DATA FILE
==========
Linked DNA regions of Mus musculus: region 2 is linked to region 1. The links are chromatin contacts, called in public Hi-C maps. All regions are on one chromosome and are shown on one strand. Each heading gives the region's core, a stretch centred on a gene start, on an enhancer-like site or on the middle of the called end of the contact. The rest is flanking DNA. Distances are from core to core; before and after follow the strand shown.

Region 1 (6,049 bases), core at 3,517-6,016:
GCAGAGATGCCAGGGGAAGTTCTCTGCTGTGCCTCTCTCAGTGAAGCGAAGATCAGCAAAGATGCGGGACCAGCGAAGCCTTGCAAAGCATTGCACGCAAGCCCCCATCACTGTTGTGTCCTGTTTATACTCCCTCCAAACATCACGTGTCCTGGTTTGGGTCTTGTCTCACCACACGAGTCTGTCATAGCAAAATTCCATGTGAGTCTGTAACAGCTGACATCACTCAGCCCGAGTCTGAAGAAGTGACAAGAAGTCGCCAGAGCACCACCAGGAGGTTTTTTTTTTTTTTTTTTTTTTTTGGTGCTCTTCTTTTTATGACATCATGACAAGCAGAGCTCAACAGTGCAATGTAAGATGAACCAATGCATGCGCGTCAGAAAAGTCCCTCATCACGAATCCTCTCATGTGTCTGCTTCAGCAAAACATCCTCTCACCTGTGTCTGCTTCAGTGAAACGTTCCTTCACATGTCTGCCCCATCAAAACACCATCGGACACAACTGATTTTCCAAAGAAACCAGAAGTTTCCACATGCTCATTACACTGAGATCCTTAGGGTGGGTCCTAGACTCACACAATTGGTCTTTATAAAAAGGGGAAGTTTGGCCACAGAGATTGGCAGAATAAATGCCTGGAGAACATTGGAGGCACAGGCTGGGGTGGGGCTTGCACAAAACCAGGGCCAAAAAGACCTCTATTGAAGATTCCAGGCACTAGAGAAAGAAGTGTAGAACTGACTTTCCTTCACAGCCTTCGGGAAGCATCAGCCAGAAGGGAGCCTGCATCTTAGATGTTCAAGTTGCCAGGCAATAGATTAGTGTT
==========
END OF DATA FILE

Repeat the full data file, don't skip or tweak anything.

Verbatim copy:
Linked DNA regions of Mus musculus: region 2 is linked to region 1. The links are chromatin contacts, called in public Hi-C maps. All regions are on one chromosome and are shown on one strand. Each heading gives the region's core, a stretch centred on a gene start, on an enhancer-like site or on the middle of the called end of the contact. The rest is flanking DNA. Distances are from core to core; before and after follow the strand shown.

Region 1 (6,049 bases), core at 3,517-6,016:
GCAGAGATGCCAGGGGAAGTTCTCTGCTGTGCCTCTCTCAGTGAAGCGAAGATCAGCAAAGATGCGGGACCAGCGAAGCCTTGCAAAGCATTGCACGCAAGCCCCCATCACTGTTGTGTCCTGTTTATACTCCCTCCAAACATCACGTGTCCTGGTTTGGGTCTTGTCTCACCACACGAGTCTGTCATAGCAAAATTCCATGTGAGTCTGTAACAGCTGACATCACTCAGCCCGAGTCTGAAGAAGTGACAAGAAGTCGCCAGAGCACCACCAGGAGGTTTTTTTTTTTTTTTTTTTTTTTTGGTGCTCTTCTTTTTATGACATCATGACAAGCAGAGCTCAACAGTGCAATGTAAGATGAACCAATGCATGCGCGTCAGAAAAGTCCCTCATCACGAATCCTCTCATGTGTCTGCTTCAGCAAAACATCCTCTCACCTGTGTCTGCTTCAGTGAAACGTTCCTTCACATGTCTGCCCCATCAAAACACCATCGGACACAACTGATTTTCCAAAGAAACCAGAAGTTTCCACATGCTCATTACACTGAGATCCTTAGGGTGGGTCCTAGACTCACACAATTGGTCTTTATAAAAAGGGGAAGTTTGGCCACAGAGATTGGCAGAATAAATGCCTGGAGAACATTGGAGGCACAGGCTGGGGTGGGGCTTGCACAAAACCAGGGCCAAAAAGACCTCTATTGAAGATTCCAGGCACTAGAGAAAGAAGTGTAGAACTGACTTTCCTTCACAGCCTTCGGGAAGCATCAGCCAGAAGGGAGCCTGCATCTTAGATGTTCAAGTTGCCAGGCAATAGATTAGTGTT